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Weather stations save Airmen’s time, units money

  • Published
  • By Giancarlo Casem
  • 412th Test Wing Public Affairs

Edwards Air Force Base is known for its near-pristine flying conditions, it was one of the reasons Lt. Col. Henry “Hap” Arnold chose the area as a new bombing range in the 1930s. However, as any Airman stationed here can attest to, high winds can put a damper on plans, especially during a Fitness Assessment.

The 412th Force Support Squadron, Sustainment Services Flight, came up with an innovative idea that could save Airmen’s time in regards to making decisions based on the rapidly-changing weather conditions.

“Now that units are able to test themselves for the Fitness Assessment, I see this as a huge time savings for Airmen in those units,” said David Behrendt, Sustainment Services Flight Chief. “They will no longer have to travel to one of the two authorized running routes to test the wind speed or assess weather conditions. They will be able to make the determination about the current weather before departing to those locations. The conditions change so quickly and vary so greatly, that having these stations at the exact location, will pay huge dividends.”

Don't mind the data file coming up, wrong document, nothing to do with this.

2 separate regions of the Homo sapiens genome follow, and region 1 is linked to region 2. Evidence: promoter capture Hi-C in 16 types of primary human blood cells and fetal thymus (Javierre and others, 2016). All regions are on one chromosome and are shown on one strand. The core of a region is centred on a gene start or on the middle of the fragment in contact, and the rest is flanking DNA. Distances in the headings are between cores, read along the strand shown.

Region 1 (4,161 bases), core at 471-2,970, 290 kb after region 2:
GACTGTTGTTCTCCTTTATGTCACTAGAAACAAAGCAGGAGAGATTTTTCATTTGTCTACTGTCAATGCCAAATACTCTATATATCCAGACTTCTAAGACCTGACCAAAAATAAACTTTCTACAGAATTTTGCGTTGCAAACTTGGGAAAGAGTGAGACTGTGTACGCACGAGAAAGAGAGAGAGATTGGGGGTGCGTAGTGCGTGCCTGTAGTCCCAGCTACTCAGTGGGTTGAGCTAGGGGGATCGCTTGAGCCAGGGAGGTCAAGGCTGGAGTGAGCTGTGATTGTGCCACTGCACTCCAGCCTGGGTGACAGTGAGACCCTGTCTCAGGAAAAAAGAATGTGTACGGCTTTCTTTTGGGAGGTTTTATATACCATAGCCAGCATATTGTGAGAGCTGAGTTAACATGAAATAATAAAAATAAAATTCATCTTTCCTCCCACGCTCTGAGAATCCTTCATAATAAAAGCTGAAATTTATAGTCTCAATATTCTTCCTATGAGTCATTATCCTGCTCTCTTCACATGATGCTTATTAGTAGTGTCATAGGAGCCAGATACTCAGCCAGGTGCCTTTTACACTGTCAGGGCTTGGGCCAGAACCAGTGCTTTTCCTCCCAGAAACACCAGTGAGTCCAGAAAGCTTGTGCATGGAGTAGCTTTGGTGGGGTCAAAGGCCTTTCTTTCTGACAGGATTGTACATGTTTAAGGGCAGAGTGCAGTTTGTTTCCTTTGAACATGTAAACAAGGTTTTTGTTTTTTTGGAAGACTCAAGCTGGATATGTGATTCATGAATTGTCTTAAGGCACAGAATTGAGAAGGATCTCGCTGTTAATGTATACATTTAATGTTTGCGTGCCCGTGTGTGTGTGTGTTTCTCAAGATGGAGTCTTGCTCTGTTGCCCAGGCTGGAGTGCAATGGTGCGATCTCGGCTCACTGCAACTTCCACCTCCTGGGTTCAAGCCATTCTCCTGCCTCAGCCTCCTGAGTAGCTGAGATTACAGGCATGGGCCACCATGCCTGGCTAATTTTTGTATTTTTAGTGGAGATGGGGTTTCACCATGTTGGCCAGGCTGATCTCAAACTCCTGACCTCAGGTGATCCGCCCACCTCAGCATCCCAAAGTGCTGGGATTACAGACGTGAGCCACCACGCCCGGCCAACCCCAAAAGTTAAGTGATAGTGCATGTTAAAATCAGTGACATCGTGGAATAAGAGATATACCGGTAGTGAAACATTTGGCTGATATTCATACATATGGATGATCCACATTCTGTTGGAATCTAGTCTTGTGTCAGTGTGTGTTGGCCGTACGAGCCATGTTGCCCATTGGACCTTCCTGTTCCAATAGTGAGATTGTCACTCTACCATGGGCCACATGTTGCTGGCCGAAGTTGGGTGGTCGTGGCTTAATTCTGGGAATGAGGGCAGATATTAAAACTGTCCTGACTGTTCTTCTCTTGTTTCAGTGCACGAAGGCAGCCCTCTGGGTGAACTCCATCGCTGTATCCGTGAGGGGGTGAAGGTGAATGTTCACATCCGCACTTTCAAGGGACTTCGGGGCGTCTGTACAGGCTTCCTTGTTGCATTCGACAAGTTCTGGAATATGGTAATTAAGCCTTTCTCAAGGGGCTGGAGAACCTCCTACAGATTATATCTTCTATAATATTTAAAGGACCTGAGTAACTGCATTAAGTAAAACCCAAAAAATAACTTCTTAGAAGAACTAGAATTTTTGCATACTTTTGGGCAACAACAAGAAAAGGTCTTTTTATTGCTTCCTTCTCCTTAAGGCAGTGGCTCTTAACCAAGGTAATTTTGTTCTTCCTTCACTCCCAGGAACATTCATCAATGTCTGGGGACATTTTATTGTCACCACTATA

The Flight came up with the idea to procure and install two weather stations sensors, one near the Main Fitness Center and the other at South Base. The stations feature an anemometer that can measure wind speeds in real-time. The data is then uploaded to a website:, and can be accessed at any time. The data provided through the website allows leadership and to make decisions based on the current weather analysis, it also saves them money as each anemometer cost about $200-$300 per unit, Behrendt said.

“Units that were testing themselves were going to have to purchase anemometers to measure wind speed for their Airmen,” he said. “We knew this would cost less in the long run, and provide a greater benefit to everyone here at Edwards AFB.”

Behrendt also said that base leadership saw the project as a no-brainer and quickly funded it. The weather data also provided another unforeseen benefit for the Aero Club.

“An unforeseen benefit was realized for the Aero Club members who now have real-time weather data from the south base running track station,” he said. “Also, anyone can access the weather information so it is a benefit to anyone trying to run at the main base track or south base running route.”

With the weather stations now operational, leadership can better plan Fitness Assessments because they can easily check weather conditions that may affect their Airmen’s performance.

Note: to view the current weather conditions now, visit A phone app is currently in development and will be available for download soon.